• Articulate a clear vision statement concerning ocean acidification in relation to the importance of ocean resources to society.
• Describe a process that would ensure better integration across the seven Themes and illustrate the interrelationships among the themes. More specifically, the various Themes describe important goals, but monitoring (Theme 1) and technology development (Theme 4) are required to advance research to understand responses to ocean acidification (Theme 2), modeling to predict changes and impacts on carbon cycle and ecosystems (Theme 3), and assessment of socioeconomic impacts (Theme 5). To better communicate the rationale and importance of the National Ocean Acidification Program, the goals and rationale for the various activities in each Theme need to be better integrated across the Themes and stated upfront. For example, research on socioeconomic impacts and societal adaptation is presented in isolation and the description implies that such research could be postponed until impacts on organisms and ecosystems are better known. However, the priority research questions in the socioeconomic Theme ought to be used to define and drive, where appropriate, priorities and research questions in the natural sciences, and therefore the socioeconomic priorities need to be better integrated into the other themes.
• Specify a mechanism for coordination among federal agencies and with other ocean acidification efforts in the U.S. and abroad. Currently, the Strategic Plan does not specify the roles of the individual agencies nor does it describe a process for coordination among the agencies to ensure that resources are used in a cost-effective manner, without unnecessary duplication, to strategically address priority research goals.
• Describe a process and criteria by which the IWGOA will set priorities within and among themes. The current draft of the Strategic Plan provides a comprehensive list of research goals to be accomplished by the National Ocean Acidification Program, but neither sets priorities nor explains how priorities will be established as part of the implementation plan. The process for setting priorities needs a mechanism to ensure broad stakeholder participation.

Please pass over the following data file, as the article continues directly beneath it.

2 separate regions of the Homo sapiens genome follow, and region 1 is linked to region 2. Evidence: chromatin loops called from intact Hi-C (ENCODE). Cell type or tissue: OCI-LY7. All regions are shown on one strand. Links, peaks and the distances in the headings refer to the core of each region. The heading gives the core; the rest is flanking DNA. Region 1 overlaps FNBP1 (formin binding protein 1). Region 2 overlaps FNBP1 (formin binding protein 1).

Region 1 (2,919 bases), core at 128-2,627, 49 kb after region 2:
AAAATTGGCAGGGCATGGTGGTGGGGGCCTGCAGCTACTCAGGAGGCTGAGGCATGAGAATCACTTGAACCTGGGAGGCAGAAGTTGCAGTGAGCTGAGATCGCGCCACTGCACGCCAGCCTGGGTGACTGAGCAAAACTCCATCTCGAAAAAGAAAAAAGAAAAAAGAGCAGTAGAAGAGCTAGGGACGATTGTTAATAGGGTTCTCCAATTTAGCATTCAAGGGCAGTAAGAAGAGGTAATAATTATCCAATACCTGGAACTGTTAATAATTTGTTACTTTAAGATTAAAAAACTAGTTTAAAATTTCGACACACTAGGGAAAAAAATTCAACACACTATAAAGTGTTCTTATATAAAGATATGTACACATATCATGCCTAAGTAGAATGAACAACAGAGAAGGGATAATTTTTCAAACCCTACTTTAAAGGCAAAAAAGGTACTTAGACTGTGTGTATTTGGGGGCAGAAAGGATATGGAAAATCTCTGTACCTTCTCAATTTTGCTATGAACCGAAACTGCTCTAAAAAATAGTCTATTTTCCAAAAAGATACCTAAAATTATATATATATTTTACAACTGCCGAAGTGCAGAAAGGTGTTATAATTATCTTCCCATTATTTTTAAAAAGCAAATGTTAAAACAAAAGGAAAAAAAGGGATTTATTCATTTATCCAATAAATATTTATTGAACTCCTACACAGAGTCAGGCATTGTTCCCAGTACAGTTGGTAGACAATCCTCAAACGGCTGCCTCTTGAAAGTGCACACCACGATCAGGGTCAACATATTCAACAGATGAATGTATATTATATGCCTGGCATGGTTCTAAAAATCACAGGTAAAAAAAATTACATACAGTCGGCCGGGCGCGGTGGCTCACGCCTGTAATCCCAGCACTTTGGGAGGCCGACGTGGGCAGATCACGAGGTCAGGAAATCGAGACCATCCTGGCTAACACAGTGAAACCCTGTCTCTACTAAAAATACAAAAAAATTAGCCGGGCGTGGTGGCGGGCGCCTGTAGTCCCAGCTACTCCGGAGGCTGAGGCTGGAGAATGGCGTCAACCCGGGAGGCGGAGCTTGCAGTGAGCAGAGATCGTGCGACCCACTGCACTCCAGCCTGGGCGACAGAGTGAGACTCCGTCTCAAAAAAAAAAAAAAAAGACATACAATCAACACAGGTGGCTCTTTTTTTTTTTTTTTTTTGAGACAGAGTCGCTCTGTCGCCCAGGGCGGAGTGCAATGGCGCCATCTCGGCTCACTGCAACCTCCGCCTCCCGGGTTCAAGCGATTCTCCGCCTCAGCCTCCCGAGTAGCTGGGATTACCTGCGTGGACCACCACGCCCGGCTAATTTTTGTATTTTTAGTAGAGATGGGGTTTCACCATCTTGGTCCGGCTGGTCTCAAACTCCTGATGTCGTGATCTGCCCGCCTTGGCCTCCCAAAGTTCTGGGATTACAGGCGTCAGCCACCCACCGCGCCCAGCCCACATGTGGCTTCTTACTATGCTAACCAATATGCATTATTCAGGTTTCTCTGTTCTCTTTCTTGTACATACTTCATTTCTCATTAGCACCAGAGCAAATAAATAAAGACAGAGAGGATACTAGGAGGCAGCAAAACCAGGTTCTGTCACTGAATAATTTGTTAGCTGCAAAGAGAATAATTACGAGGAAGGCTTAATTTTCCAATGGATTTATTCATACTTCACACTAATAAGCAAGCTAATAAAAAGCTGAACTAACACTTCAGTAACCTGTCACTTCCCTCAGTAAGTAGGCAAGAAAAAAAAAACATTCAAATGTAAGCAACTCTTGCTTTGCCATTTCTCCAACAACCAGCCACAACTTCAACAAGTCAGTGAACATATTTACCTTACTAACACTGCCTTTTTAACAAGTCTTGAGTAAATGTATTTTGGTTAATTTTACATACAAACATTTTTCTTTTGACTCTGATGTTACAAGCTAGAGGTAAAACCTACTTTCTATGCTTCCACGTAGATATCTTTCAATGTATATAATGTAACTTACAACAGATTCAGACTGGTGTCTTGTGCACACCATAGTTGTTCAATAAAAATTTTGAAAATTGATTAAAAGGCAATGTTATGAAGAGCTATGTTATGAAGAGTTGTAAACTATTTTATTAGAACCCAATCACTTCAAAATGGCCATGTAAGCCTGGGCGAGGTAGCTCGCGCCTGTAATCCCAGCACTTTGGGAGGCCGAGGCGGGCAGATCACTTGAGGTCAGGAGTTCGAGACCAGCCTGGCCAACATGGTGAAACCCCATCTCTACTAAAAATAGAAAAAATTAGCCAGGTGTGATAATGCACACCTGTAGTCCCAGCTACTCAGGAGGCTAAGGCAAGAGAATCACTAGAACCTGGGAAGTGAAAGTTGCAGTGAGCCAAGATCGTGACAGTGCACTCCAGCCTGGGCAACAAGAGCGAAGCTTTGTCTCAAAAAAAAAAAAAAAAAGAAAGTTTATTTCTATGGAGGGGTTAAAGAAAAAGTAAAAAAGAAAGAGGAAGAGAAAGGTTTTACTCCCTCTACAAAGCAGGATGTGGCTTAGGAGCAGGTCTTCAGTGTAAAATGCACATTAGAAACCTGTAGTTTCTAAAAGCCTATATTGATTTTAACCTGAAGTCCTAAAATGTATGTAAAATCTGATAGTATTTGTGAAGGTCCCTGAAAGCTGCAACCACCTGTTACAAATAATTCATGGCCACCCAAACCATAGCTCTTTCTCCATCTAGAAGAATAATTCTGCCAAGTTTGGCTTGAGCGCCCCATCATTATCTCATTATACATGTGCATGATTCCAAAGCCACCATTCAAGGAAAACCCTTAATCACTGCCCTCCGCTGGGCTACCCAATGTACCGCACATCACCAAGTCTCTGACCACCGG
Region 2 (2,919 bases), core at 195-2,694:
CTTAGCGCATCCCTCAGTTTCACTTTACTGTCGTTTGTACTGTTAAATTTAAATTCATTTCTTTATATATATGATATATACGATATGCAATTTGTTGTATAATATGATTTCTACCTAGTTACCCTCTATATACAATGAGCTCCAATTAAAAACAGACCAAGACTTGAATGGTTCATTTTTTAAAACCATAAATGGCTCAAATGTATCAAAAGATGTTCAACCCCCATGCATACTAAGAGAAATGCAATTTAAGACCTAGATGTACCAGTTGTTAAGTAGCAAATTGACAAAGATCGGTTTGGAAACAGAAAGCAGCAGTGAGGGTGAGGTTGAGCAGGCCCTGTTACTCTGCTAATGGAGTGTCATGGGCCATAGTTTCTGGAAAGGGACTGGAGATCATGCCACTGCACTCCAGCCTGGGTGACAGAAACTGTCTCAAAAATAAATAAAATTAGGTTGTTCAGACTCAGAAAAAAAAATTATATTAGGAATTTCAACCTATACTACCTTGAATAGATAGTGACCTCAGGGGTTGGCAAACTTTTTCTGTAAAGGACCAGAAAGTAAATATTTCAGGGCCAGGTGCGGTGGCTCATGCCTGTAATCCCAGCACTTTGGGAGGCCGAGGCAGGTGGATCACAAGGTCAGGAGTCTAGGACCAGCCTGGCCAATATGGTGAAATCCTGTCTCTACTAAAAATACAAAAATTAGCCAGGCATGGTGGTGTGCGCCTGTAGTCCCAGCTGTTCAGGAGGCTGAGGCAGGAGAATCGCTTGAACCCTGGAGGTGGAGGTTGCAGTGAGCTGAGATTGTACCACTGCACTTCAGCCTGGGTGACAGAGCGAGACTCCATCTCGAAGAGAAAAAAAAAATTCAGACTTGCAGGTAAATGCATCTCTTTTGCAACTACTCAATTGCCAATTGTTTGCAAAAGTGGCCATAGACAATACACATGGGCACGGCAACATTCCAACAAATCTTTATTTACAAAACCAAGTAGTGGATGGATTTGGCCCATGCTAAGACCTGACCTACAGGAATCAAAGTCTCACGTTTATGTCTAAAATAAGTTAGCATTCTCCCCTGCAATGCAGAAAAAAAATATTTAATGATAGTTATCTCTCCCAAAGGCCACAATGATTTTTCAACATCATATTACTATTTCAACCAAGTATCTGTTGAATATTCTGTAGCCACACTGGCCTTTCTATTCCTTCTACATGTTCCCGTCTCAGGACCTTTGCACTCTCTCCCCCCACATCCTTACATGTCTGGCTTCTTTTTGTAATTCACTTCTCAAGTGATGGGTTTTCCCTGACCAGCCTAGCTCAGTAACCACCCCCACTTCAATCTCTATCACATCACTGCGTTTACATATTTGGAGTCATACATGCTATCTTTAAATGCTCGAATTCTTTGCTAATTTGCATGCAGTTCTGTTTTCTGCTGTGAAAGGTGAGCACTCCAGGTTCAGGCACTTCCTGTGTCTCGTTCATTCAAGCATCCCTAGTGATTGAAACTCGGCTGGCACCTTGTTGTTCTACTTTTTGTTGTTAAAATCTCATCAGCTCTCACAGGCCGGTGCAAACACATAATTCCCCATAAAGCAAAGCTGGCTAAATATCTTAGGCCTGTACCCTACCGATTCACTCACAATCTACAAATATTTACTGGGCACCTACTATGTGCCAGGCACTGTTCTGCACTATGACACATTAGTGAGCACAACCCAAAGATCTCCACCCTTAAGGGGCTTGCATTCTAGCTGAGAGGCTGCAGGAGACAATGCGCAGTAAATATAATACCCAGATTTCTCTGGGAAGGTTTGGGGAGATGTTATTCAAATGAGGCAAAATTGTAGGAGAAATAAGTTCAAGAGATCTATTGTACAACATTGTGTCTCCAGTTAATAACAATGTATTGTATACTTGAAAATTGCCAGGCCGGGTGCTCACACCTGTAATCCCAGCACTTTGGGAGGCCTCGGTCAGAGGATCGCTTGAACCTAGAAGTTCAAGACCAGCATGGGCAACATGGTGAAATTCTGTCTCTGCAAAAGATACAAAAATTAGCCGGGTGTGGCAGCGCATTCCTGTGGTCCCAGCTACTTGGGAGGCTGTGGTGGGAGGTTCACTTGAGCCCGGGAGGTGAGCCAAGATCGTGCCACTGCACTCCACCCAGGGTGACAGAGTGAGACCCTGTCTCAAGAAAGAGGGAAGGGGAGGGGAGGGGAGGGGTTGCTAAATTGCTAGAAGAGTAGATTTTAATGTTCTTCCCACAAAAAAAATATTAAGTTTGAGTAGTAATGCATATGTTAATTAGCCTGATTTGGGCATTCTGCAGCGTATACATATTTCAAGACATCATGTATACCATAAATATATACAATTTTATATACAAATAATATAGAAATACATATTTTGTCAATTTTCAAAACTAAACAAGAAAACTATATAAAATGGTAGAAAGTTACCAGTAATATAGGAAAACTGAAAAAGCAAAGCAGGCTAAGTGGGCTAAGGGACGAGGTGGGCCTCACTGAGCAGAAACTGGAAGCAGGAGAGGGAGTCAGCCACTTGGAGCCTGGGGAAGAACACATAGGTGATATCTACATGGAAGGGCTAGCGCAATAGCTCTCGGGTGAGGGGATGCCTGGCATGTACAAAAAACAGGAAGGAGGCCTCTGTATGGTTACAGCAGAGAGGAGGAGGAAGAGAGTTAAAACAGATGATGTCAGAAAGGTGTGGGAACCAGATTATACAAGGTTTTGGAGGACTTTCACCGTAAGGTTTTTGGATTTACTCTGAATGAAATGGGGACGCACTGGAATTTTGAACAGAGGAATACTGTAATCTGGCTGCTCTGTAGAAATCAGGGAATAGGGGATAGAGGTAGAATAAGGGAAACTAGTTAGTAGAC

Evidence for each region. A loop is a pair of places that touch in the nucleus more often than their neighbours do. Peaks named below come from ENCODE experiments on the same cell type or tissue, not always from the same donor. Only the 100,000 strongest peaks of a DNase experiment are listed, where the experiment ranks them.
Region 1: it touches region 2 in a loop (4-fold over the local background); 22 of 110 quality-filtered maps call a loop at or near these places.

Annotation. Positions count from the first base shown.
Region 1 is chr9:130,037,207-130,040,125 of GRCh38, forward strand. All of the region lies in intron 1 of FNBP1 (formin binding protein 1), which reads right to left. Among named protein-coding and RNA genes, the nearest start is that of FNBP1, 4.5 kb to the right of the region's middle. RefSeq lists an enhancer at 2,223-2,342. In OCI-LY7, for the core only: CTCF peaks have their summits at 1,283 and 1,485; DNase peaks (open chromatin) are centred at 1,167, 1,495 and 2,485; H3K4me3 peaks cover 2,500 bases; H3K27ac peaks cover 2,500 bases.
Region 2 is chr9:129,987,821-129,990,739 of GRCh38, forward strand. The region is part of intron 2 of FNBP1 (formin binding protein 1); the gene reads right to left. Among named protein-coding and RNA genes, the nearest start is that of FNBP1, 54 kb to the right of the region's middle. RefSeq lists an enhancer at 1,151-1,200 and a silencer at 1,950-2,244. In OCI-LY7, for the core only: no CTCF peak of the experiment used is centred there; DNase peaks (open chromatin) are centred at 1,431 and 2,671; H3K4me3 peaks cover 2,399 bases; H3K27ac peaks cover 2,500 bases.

• Develop a process for periodic reevaluation of priorities, including metrics to evaluate progress toward the Program’s goals. Such metrics will be needed for the IWGOA to report on the Program’s progress every two years as required by the FOARAM Act. These progress reports could be used by the IWGOA to refine its strategy for the renewal of the Strategic Plan in 5 years, as called for in the FOARAM Act. Much remains to be learned about ocean acidification and critical new and unconventional research needs may appear as studies move forward. Thus, it is critical to build flexibility into the Program to allow for innovation, ongoing evaluation, and iterative adjustments in Program priorities and direction.
The committee commends the IWGOA for calling out the need for a National Ocean Acidification Program Office (referred to as the National Program Office in this report) and agrees strongly with the Strategic Plan that this office will be central to the successful implementation of the Program. The committee recommends that the plan provide greater clarity regarding the creation, function, and governance of the National Program Office. Although the Strategic Plan gives the National Program Office the responsibility for developing the implementation plan, it does not explain how or when the National Program Office will be set up. Therefore, a plan for the creation, function, and governance of the National Program Office is essential for the timely development of the implementation plan.
Based on previous experiences with national research efforts, the following functions are fundamental for a successful program office:
• coordinating research across the federal and state agencies;
• coordinating activities with international efforts;
• engaging the broader stakeholder community in developing research priorities and metrics for evaluating progress;
• communicating important results among agencies, policy makers, stakeholders, and the public; and
• ensuring that the nation receives the highest return from its investment in the National Ocean Acidification Program.
Many models exist for the structure and governance of program offices. The committee views the following aspects as important to an effective program office: independence from any single federal agency and the ability of successfully gaining the buy-in and commitment from various stakeholders—such as the research community, affected industries, non-federal agencies, and nongovernmental organizations. An independent National Ocean Acidification Program Office could help engage all stakeholders in developing processes to guide the priorities of the diverse activities described in the Strategic Plan. The National Program Office will be the foundation and catalyst for a successful National Ocean Acidification Program.